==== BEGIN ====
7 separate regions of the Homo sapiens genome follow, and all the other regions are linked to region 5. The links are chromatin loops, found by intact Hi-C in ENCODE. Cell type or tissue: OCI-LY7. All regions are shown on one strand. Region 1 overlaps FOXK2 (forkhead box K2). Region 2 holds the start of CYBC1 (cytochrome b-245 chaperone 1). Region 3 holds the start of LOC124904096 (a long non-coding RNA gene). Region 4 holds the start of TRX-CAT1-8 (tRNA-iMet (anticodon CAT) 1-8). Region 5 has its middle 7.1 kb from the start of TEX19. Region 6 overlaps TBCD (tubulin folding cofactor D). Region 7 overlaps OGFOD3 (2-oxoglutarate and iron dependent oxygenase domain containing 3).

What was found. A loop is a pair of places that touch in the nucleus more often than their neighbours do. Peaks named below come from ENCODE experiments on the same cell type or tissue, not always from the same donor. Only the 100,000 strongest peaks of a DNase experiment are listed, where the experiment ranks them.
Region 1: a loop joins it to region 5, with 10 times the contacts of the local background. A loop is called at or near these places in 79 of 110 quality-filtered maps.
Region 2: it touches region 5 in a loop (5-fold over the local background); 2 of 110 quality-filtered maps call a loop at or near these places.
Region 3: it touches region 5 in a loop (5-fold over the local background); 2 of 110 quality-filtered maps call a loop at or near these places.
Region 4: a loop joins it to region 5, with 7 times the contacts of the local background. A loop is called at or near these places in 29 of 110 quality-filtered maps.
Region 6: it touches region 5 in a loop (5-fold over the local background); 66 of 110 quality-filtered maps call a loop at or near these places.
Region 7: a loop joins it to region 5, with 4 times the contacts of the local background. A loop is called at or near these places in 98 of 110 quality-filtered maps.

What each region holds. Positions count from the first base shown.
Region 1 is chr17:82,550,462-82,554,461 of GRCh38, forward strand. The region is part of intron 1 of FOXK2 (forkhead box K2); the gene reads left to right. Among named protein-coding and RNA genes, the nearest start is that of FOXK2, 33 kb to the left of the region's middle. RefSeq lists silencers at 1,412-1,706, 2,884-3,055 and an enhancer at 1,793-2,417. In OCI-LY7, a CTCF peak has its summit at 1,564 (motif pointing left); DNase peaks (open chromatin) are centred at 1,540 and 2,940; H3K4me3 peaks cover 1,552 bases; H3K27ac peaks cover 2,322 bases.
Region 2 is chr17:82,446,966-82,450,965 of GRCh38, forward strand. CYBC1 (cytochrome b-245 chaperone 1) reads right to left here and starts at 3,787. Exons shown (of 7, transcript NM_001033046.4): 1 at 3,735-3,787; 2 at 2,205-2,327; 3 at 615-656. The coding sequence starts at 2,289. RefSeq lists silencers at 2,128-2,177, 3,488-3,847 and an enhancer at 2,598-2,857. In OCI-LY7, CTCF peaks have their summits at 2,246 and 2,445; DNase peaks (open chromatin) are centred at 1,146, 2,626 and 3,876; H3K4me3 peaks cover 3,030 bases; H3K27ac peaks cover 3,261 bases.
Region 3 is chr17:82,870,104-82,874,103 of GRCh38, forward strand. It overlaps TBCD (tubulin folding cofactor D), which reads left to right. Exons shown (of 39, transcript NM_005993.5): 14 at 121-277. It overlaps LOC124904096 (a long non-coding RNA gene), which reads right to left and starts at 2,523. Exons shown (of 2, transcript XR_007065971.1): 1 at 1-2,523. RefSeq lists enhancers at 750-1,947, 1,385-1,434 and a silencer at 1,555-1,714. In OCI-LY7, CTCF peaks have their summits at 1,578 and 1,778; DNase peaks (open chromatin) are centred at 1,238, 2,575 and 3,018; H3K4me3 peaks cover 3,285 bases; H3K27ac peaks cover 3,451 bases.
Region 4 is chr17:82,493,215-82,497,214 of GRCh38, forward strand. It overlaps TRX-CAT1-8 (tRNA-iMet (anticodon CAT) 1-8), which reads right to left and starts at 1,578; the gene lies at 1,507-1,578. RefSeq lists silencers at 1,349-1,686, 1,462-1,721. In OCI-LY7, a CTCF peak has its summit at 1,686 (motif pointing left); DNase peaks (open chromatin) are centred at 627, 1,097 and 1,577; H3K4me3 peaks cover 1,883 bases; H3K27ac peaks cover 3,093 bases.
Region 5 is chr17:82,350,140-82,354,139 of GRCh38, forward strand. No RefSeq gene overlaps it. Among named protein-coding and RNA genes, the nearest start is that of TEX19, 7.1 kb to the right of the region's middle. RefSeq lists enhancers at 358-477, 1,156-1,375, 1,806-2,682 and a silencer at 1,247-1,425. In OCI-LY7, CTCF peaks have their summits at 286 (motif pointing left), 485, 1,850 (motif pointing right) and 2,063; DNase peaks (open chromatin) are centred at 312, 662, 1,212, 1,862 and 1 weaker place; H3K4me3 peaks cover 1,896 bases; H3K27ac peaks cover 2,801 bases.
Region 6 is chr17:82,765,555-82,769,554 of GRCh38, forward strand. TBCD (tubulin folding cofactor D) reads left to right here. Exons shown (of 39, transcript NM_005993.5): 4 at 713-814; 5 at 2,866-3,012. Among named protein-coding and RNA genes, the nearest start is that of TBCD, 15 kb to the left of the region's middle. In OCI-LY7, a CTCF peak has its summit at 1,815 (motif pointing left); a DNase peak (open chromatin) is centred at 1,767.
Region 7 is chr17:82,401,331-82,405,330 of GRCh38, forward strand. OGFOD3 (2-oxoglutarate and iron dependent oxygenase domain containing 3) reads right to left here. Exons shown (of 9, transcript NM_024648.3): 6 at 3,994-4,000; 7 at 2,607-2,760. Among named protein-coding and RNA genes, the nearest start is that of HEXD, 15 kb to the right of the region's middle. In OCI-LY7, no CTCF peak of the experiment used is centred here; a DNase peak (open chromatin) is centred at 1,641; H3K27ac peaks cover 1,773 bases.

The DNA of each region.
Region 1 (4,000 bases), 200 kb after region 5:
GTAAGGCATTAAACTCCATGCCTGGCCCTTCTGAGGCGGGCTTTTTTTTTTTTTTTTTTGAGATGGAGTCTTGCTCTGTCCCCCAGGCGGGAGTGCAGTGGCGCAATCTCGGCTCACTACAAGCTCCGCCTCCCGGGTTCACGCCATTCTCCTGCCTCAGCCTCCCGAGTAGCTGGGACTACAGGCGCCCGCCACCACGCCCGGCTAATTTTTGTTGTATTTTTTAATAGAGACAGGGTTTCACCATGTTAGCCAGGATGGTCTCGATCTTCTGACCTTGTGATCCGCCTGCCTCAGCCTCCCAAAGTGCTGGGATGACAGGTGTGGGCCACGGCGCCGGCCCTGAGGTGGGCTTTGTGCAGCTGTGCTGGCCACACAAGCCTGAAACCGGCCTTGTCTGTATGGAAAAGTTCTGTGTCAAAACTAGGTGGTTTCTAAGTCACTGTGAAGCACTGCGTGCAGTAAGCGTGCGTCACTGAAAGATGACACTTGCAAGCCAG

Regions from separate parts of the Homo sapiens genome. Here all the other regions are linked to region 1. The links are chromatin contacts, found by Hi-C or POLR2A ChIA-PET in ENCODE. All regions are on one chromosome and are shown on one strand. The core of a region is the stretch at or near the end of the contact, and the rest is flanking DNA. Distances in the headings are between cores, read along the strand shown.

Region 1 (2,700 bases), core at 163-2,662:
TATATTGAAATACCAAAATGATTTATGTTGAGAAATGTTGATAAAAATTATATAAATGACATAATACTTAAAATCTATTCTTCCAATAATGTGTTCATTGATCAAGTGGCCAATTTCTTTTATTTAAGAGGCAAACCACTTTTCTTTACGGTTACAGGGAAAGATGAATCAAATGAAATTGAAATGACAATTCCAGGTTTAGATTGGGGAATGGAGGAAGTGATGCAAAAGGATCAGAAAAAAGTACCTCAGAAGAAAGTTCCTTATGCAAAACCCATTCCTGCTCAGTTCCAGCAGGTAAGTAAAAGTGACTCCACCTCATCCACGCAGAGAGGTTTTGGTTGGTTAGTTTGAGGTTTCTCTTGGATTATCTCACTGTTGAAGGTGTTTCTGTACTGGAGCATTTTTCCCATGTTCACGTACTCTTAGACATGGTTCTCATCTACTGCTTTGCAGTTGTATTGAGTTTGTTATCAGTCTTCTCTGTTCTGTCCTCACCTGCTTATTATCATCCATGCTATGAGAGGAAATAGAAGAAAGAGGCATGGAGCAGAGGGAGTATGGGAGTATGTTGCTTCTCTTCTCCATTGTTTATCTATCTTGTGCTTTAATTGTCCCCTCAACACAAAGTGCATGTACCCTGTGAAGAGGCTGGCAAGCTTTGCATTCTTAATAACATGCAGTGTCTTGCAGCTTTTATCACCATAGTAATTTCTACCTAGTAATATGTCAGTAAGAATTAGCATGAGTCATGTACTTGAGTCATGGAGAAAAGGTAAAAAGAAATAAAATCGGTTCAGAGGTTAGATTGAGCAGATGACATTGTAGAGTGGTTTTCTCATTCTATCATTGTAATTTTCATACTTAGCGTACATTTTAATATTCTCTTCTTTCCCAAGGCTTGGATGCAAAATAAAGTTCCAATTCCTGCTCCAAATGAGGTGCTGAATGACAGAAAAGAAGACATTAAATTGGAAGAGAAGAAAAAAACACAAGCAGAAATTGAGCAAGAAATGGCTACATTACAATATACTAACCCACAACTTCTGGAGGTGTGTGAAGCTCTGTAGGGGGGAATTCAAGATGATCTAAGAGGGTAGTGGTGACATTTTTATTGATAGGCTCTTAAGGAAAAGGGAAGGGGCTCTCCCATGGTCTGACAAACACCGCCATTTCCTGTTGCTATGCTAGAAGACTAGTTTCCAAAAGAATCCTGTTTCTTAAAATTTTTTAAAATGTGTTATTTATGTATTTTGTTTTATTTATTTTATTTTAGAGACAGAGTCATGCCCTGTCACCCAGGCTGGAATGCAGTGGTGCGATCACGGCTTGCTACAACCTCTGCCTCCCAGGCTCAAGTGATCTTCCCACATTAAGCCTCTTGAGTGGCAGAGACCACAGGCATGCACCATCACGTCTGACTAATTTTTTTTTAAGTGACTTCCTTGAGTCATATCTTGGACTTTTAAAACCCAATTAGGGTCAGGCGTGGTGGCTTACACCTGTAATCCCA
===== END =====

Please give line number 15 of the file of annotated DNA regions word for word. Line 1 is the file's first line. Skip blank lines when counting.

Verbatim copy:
Region 6 is chr17:82,765,555-82,769,554 of GRCh38, forward strand. TBCD (tubulin folding cofactor D) reads left to right here. Exons shown (of 39, transcript NM_005993.5): 4 at 713-814; 5 at 2,866-3,012. Among named protein-coding and RNA genes, the nearest start is that of TBCD, 15 kb to the left of the region's middle. In OCI-LY7, a CTCF peak has its summit at 1,815 (motif pointing left); a DNase peak (open chromatin) is centred at 1,767.